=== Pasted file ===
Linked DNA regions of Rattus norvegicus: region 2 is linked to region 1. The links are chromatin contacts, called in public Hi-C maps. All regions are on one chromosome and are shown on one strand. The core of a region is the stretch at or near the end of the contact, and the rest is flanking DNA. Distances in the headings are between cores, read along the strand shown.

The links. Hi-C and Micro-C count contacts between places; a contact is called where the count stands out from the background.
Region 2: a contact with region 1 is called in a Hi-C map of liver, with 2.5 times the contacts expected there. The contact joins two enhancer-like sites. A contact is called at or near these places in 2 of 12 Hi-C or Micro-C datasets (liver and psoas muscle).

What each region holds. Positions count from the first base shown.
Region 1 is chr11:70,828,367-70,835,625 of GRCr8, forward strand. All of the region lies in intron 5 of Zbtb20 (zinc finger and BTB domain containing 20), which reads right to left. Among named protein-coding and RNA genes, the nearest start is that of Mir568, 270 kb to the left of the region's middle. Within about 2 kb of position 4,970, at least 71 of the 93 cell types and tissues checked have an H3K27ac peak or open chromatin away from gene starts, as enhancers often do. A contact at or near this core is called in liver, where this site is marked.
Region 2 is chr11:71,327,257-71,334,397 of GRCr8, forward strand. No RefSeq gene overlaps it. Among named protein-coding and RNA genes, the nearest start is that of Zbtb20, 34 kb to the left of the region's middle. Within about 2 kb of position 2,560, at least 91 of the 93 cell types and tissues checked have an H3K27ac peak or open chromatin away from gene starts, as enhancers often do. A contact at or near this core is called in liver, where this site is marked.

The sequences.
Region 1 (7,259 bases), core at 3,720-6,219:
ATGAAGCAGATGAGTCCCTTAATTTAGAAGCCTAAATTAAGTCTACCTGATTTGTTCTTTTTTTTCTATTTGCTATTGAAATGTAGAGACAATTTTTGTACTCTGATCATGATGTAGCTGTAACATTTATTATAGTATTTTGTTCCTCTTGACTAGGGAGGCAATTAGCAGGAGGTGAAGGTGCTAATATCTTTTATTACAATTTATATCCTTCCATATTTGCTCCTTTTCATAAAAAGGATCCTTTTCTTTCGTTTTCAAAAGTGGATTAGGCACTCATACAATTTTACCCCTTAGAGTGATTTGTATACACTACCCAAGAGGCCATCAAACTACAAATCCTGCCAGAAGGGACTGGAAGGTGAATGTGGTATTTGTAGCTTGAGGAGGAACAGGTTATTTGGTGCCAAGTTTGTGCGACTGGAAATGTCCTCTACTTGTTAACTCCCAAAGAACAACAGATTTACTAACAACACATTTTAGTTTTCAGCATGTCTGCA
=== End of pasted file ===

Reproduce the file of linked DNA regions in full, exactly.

Linked DNA regions of Rattus norvegicus: region 2 is linked to region 1. The links are chromatin contacts, called in public Hi-C maps. All regions are on one chromosome and are shown on one strand. The core of a region is the stretch at or near the end of the contact, and the rest is flanking DNA. Distances in the headings are between cores, read along the strand shown.

The links. Hi-C and Micro-C count contacts between places; a contact is called where the count stands out from the background.
Region 2: a contact with region 1 is called in a Hi-C map of liver, with 2.5 times the contacts expected there. The contact joins two enhancer-like sites. A contact is called at or near these places in 2 of 12 Hi-C or Micro-C datasets (liver and psoas muscle).

What each region holds. Positions count from the first base shown.
Region 1 is chr11:70,828,367-70,835,625 of GRCr8, forward strand. All of the region lies in intron 5 of Zbtb20 (zinc finger and BTB domain containing 20), which reads right to left. Among named protein-coding and RNA genes, the nearest start is that of Mir568, 270 kb to the left of the region's middle. Within about 2 kb of position 4,970, at least 71 of the 93 cell types and tissues checked have an H3K27ac peak or open chromatin away from gene starts, as enhancers often do. A contact at or near this core is called in liver, where this site is marked.
Region 2 is chr11:71,327,257-71,334,397 of GRCr8, forward strand. No RefSeq gene overlaps it. Among named protein-coding and RNA genes, the nearest start is that of Zbtb20, 34 kb to the left of the region's middle. Within about 2 kb of position 2,560, at least 91 of the 93 cell types and tissues checked have an H3K27ac peak or open chromatin away from gene starts, as enhancers often do. A contact at or near this core is called in liver, where this site is marked.

The sequences.
Region 1 (7,259 bases), core at 3,720-6,219:
ATGAAGCAGATGAGTCCCTTAATTTAGAAGCCTAAATTAAGTCTACCTGATTTGTTCTTTTTTTTCTATTTGCTATTGAAATGTAGAGACAATTTTTGTACTCTGATCATGATGTAGCTGTAACATTTATTATAGTATTTTGTTCCTCTTGACTAGGGAGGCAATTAGCAGGAGGTGAAGGTGCTAATATCTTTTATTACAATTTATATCCTTCCATATTTGCTCCTTTTCATAAAAAGGATCCTTTTCTTTCGTTTTCAAAAGTGGATTAGGCACTCATACAATTTTACCCCTTAGAGTGATTTGTATACACTACCCAAGAGGCCATCAAACTACAAATCCTGCCAGAAGGGACTGGAAGGTGAATGTGGTATTTGTAGCTTGAGGAGGAACAGGTTATTTGGTGCCAAGTTTGTGCGACTGGAAATGTCCTCTACTTGTTAACTCCCAAAGAACAACAGATTTACTAACAACACATTTTAGTTTTCAGCATGTCTGCA